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used in The Iliad by Homer - (translated by: Pope)

18 uses
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  • So raged Tydides, boundless in his ire, Drove armies back, and made all Troy retire.
    Book 5 (13% in)
  • The prophet spoke: when with a gloomy frown The monarch started from his shining throne; Black choler fill'd his breast that boil'd with ire, And from his eye-balls flash'd the living fire: "Augur accursed! denouncing mischief still, Prophet of plagues, for ever boding ill!
    Book 1 (20% in)
  • ...for art, and labour'd o'er with gold, Before the goddess' honour'd knees be spread, And twelve young heifers to her altars led: If so the power, atoned by fervent prayer, Our wives, our infants, and our city spare, And far avert Tydides' wasteful ire, That mows whole troops, and makes all Troy retire; Not thus Achilles taught our hosts to dread, Sprung though he was from more than mortal bed; Not thus resistless ruled the stream of fight, In rage unbounded, and unmatch'd in might."
    Book 6 (20% in)
  • So may the power, atoned by fervent prayer, Our wives, our infants, and our city spare; And far avert Tydides' wasteful ire, Who mows whole troops, and makes all Troy retire.
    Book 6 (52% in)
  • Paris and Greece against us both conspire, Thy close resentment, and their vengeful ire.
    Book 6 (61% in)
  • Young Agelaus (Phradmon was his sire) With flying coursers shunn'd his dreadful ire; Struck through the back, the Phrygian fell oppress'd; The dart drove on, and issued at his breast: Headlong he quits the car: his arms resound; His ponderous buckler thunders on the ground.
    Book 8 (46% in)
  • So shall Minerva learn to fear our ire, Nor dare to combat hers and nature's sire.
    Book 8 (71% in)
  • So shall Minerva learn to fear his ire, Nor dare to combat hers and nature's sire.
    Book 8 (74% in)
  • If no regard thy suffering country claim, Hear thy own glory, and the voice of fame: For now that chief, whose unresisted ire Made nations tremble, and whole hosts retire, Proud Hector, now, the unequal fight demands, And only triumphs to deserve thy hands.
    Book 9 (49% in)
  • Learn hence, betimes to curb pernicious ire, Nor stay till yonder fleets ascend in fire; Accept the presents; draw thy conquering sword; And be amongst our guardian gods adored.
    Book 9 (85% in)
  • So fares a boar whom all the troop surrounds Of shouting huntsmen and of clamorous hounds; He grinds his ivory tusks; he foams with ire; His sanguine eye-balls glare with living fire; By these, by those, on every part is plied; And the red slaughter spreads on every side.
    Book 11 (56% in)
  • Thus from the rage of Jove-like Hector flew All Greece in heaps; but one he seized, and slew: Mycenian Periphes, a mighty name, In wisdom great, in arms well known to fame; The minister of stern Eurystheus' ire Against Alcides, Copreus was his sire: The son redeem'd the honours of the race, A son as generous as the sire was base; O'er all his country's youth conspicuous far In every virtue, or of peace or war: But doom'd to Hector's stronger force to yield!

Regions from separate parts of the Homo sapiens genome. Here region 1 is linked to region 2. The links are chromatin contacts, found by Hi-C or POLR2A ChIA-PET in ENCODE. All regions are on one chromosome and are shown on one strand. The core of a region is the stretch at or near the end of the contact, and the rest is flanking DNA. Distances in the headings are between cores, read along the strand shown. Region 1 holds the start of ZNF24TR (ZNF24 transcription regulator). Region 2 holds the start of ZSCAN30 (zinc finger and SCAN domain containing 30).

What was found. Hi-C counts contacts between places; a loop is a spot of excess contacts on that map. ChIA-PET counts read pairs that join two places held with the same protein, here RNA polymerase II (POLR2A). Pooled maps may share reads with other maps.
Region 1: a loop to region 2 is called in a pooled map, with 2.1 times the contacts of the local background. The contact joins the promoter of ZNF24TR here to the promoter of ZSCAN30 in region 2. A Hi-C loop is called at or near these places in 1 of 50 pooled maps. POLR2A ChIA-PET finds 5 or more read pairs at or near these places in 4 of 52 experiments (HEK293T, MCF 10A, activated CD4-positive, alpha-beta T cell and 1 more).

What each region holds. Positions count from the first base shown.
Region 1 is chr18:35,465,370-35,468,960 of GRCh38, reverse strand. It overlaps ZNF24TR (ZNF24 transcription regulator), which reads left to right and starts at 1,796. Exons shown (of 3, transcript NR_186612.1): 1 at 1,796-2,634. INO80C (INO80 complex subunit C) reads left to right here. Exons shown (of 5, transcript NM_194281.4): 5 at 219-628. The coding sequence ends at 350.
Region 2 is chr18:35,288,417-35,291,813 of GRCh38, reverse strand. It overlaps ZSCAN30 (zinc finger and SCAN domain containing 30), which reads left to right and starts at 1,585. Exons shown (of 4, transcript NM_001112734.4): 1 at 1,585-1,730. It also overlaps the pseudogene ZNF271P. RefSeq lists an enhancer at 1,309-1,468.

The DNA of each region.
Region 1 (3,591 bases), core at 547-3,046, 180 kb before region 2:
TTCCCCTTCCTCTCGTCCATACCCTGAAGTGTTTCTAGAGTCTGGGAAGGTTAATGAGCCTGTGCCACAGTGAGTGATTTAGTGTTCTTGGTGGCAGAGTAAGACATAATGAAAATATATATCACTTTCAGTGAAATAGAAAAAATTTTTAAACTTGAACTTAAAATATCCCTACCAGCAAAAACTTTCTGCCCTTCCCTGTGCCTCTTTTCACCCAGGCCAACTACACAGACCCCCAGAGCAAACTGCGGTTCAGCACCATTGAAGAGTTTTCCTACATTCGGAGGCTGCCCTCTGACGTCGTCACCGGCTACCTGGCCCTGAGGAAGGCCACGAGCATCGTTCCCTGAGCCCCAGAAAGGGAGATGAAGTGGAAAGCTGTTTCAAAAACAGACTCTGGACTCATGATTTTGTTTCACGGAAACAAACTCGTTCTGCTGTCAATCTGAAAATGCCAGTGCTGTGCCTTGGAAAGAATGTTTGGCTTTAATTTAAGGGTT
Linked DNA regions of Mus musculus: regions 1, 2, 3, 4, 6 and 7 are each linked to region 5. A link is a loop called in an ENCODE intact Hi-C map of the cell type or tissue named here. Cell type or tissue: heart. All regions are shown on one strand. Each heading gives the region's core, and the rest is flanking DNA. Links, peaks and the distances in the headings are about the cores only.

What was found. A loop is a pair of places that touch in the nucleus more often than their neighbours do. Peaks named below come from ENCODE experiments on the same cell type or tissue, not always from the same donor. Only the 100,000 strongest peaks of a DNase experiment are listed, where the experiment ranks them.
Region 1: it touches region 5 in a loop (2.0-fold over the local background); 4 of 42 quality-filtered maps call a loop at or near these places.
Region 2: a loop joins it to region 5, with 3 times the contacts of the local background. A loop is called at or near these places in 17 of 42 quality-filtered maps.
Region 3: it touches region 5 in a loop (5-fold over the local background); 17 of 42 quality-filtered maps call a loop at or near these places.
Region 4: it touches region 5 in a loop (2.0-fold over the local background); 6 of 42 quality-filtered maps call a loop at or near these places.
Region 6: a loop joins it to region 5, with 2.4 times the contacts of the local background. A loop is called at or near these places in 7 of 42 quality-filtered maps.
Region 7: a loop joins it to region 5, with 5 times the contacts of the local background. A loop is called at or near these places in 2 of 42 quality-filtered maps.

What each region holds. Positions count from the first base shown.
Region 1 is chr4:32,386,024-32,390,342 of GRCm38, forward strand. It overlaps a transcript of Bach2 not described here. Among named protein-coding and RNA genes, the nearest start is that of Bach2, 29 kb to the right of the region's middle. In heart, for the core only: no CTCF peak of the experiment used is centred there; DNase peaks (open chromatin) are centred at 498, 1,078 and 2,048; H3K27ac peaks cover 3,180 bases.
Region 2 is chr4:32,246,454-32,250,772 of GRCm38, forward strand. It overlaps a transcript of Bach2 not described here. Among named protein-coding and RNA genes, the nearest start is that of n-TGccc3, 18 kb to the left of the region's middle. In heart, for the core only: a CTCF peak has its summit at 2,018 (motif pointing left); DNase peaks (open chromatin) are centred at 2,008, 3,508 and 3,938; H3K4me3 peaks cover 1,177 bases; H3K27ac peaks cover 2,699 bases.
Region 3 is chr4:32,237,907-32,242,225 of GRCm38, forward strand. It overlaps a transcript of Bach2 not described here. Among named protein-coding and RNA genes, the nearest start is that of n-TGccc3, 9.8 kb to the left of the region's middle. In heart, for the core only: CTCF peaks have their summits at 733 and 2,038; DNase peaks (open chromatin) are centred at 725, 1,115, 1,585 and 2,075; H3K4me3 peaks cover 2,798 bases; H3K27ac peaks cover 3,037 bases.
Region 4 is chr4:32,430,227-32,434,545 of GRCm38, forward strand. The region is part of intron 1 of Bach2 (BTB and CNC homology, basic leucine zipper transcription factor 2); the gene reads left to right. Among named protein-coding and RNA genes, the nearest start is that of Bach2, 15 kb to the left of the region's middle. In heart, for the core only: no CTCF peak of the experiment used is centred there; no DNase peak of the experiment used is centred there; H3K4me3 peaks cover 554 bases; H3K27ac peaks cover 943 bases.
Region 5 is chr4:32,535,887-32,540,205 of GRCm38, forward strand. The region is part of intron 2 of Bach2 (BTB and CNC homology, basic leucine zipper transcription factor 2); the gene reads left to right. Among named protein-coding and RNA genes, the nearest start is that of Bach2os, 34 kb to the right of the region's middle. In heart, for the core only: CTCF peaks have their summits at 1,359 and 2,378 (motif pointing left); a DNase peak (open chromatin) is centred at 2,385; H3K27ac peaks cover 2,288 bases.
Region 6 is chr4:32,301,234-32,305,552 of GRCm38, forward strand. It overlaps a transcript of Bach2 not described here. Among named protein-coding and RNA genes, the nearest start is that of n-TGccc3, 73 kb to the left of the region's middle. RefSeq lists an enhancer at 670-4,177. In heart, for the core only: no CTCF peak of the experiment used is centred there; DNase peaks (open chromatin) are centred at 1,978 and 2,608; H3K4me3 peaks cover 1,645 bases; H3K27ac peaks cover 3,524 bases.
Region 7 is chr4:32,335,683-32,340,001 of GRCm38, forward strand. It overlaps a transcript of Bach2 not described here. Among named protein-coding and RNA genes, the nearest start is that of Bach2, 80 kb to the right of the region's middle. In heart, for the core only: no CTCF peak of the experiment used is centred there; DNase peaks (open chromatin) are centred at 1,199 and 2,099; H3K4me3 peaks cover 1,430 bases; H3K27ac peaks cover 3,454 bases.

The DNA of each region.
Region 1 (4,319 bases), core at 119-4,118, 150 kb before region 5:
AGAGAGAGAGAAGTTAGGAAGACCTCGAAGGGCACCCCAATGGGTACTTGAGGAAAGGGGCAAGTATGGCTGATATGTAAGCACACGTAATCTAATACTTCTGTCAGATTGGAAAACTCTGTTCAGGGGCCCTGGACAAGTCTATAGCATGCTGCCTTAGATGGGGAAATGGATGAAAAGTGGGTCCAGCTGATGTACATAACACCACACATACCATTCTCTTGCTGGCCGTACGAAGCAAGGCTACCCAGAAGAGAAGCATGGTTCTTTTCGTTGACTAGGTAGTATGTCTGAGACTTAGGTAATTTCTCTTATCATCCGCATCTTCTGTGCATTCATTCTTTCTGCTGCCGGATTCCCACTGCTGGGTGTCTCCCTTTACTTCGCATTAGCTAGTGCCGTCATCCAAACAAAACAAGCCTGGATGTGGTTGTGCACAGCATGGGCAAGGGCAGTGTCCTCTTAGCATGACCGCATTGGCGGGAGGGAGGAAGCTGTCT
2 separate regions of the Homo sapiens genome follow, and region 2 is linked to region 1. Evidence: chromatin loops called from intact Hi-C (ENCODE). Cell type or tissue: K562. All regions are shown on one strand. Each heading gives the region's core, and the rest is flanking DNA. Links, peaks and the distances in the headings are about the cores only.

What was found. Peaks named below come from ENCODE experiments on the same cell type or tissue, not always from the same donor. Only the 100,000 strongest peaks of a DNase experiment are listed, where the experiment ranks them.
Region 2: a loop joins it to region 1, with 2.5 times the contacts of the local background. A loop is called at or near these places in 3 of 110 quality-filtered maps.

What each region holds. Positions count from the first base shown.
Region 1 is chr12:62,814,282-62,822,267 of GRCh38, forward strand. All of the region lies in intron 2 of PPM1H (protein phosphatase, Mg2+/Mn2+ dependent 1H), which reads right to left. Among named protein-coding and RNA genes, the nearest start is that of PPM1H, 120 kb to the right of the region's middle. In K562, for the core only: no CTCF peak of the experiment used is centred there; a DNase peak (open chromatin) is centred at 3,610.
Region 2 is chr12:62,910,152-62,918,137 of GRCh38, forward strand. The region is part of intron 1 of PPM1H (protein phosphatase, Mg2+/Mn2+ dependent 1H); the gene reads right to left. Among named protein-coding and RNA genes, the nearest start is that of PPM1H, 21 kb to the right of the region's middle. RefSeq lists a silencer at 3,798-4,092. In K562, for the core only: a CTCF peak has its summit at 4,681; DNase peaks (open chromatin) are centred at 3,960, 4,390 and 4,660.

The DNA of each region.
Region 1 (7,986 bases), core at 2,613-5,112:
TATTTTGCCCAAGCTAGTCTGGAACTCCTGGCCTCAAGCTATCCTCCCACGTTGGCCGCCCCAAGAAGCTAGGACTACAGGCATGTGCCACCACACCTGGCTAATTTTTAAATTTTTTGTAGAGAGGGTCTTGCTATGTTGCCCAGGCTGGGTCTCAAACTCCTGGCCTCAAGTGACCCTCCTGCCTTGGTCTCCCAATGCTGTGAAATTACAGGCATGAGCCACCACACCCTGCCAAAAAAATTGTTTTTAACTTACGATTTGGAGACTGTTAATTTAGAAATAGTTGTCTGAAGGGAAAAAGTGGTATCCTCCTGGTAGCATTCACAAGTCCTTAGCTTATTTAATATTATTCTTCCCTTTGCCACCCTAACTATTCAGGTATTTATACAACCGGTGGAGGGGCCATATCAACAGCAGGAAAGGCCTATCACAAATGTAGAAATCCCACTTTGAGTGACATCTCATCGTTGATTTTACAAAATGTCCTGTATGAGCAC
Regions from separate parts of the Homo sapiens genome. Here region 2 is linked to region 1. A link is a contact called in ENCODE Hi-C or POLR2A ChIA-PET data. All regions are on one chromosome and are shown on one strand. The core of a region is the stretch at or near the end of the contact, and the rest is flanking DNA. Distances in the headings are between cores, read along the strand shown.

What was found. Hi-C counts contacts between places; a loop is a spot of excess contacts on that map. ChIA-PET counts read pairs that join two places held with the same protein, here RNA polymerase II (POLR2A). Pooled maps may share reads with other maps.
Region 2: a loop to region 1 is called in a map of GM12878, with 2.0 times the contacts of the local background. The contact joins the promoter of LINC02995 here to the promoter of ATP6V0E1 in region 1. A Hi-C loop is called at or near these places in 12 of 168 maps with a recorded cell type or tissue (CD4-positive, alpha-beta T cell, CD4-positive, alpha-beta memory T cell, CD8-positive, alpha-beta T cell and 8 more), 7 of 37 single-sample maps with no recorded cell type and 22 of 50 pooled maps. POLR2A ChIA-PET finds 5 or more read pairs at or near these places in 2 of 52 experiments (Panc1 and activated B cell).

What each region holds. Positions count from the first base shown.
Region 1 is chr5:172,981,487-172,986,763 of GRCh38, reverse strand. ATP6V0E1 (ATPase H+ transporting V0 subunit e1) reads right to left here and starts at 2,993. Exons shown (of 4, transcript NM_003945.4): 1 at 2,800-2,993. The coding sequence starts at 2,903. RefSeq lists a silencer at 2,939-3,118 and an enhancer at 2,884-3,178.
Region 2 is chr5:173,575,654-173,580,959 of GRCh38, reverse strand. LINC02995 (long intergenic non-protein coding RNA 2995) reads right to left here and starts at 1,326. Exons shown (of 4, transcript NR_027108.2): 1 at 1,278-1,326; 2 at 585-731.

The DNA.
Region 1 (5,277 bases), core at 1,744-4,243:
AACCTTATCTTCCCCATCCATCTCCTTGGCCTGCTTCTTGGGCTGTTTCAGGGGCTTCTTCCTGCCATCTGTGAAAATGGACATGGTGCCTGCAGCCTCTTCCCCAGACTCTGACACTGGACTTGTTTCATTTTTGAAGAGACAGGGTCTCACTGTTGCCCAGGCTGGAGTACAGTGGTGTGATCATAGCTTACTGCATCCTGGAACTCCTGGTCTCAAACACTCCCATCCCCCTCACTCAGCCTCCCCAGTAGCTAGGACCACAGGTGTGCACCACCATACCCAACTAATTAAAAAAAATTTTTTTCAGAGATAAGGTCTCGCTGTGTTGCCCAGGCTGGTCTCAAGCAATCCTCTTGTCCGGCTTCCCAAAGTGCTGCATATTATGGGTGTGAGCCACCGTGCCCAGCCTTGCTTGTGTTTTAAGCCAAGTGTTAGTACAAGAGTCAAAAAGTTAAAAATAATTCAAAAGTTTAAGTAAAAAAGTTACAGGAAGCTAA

Book 15 (85% in)
  • Proud of his deed, and glorious in the prize, Affrighted Troy the towering victor flies: Flies, as before some mountain lion's ire The village curs and trembling swains retire, When o'er the slaughter'd bull they hear him roar, And see his jaws distil with smoking gore: All pale with fear, at distance scatter'd round, They shout incessant, and the vales resound.
    Book 17 (11% in)
  • But go, Achilles, as affairs require, Before the Grecian peers renounce thine ire: Then uncontroll'd in boundless war engage, And heaven with strength supply the mighty rage!"
    Book 19 (12% in)
  • Unhappy is the sire Whose son encounters our resistless ire.
    Book 21 (25% in)
  • So, roll'd up in his den, the swelling snake Beholds the traveller approach the brake; When fed with noxious herbs his turgid veins Have gather'd half the poisons of the plains; He burns, he stiffens with collected ire, And his red eyeballs glare with living fire.
    Book 22 (23% in)
  • Oft have these eyes that godlike Hector view'd In glorious fight, with Grecian blood embrued: I saw him when, like Jove, his flames he toss'd On thousand ships, and wither'd half a host: I saw, but help'd not: stern Achilles' ire Forbade assistance, and enjoy'd the fire.
    Book 24 (49% in)
  • Then call the handmaids, with assistant toil To wash the body and anoint with oil, Apart from Priam: lest the unhappy sire, Provoked to passion, once more rouse to ire The stern Pelides; and nor sacred age, Nor Jove's command, should check the rising rage.
    Book 24 (73% in)

There are no more uses of "ire" in The Iliad by Homer - (translated by: Pope).

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